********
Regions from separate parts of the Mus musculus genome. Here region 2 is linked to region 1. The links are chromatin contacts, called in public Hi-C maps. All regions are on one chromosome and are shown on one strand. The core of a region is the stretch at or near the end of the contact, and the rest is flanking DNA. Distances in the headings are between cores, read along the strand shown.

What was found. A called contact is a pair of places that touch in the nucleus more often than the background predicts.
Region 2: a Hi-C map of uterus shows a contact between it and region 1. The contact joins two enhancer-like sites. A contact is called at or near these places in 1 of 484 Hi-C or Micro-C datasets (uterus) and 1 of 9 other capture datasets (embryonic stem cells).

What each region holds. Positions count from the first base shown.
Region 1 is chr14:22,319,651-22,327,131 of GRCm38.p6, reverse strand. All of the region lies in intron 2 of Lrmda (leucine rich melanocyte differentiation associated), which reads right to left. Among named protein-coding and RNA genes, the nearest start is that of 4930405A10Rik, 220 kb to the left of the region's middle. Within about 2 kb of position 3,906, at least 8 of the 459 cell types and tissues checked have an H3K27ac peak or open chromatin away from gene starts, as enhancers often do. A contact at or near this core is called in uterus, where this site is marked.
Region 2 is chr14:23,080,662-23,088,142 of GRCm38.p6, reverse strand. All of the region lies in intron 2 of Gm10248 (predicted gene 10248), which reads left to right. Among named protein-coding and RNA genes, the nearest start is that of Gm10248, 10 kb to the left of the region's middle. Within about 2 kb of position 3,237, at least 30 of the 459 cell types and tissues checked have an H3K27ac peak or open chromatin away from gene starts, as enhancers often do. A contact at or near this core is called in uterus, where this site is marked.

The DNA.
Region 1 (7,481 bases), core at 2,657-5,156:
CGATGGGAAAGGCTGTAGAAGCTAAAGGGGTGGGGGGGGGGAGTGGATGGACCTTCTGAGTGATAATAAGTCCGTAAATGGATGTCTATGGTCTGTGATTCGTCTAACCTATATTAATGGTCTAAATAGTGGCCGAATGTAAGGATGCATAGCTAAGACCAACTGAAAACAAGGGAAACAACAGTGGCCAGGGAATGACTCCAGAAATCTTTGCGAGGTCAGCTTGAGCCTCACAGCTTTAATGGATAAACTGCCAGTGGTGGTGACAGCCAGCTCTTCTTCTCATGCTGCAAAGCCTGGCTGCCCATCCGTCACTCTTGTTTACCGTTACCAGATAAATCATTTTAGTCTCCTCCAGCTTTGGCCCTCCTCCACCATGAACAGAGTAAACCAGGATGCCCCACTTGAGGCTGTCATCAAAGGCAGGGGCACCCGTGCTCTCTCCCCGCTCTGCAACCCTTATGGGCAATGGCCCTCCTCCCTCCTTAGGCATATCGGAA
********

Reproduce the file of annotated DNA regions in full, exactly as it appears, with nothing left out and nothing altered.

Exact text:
Regions from separate parts of the Mus musculus genome. Here region 2 is linked to region 1. The links are chromatin contacts, called in public Hi-C maps. All regions are on one chromosome and are shown on one strand. The core of a region is the stretch at or near the end of the contact, and the rest is flanking DNA. Distances in the headings are between cores, read along the strand shown.

What was found. A called contact is a pair of places that touch in the nucleus more often than the background predicts.
Region 2: a Hi-C map of uterus shows a contact between it and region 1. The contact joins two enhancer-like sites. A contact is called at or near these places in 1 of 484 Hi-C or Micro-C datasets (uterus) and 1 of 9 other capture datasets (embryonic stem cells).

What each region holds. Positions count from the first base shown.
Region 1 is chr14:22,319,651-22,327,131 of GRCm38.p6, reverse strand. All of the region lies in intron 2 of Lrmda (leucine rich melanocyte differentiation associated), which reads right to left. Among named protein-coding and RNA genes, the nearest start is that of 4930405A10Rik, 220 kb to the left of the region's middle. Within about 2 kb of position 3,906, at least 8 of the 459 cell types and tissues checked have an H3K27ac peak or open chromatin away from gene starts, as enhancers often do. A contact at or near this core is called in uterus, where this site is marked.
Region 2 is chr14:23,080,662-23,088,142 of GRCm38.p6, reverse strand. All of the region lies in intron 2 of Gm10248 (predicted gene 10248), which reads left to right. Among named protein-coding and RNA genes, the nearest start is that of Gm10248, 10 kb to the left of the region's middle. Within about 2 kb of position 3,237, at least 30 of the 459 cell types and tissues checked have an H3K27ac peak or open chromatin away from gene starts, as enhancers often do. A contact at or near this core is called in uterus, where this site is marked.

The DNA.
Region 1 (7,481 bases), core at 2,657-5,156:
CGATGGGAAAGGCTGTAGAAGCTAAAGGGGTGGGGGGGGGGAGTGGATGGACCTTCTGAGTGATAATAAGTCCGTAAATGGATGTCTATGGTCTGTGATTCGTCTAACCTATATTAATGGTCTAAATAGTGGCCGAATGTAAGGATGCATAGCTAAGACCAACTGAAAACAAGGGAAACAACAGTGGCCAGGGAATGACTCCAGAAATCTTTGCGAGGTCAGCTTGAGCCTCACAGCTTTAATGGATAAACTGCCAGTGGTGGTGACAGCCAGCTCTTCTTCTCATGCTGCAAAGCCTGGCTGCCCATCCGTCACTCTTGTTTACCGTTACCAGATAAATCATTTTAGTCTCCTCCAGCTTTGGCCCTCCTCCACCATGAACAGAGTAAACCAGGATGCCCCACTTGAGGCTGTCATCAAAGGCAGGGGCACCCGTGCTCTCTCCCCGCTCTGCAACCCTTATGGGCAATGGCCCTCCTCCCTCCTTAGGCATATCGGAA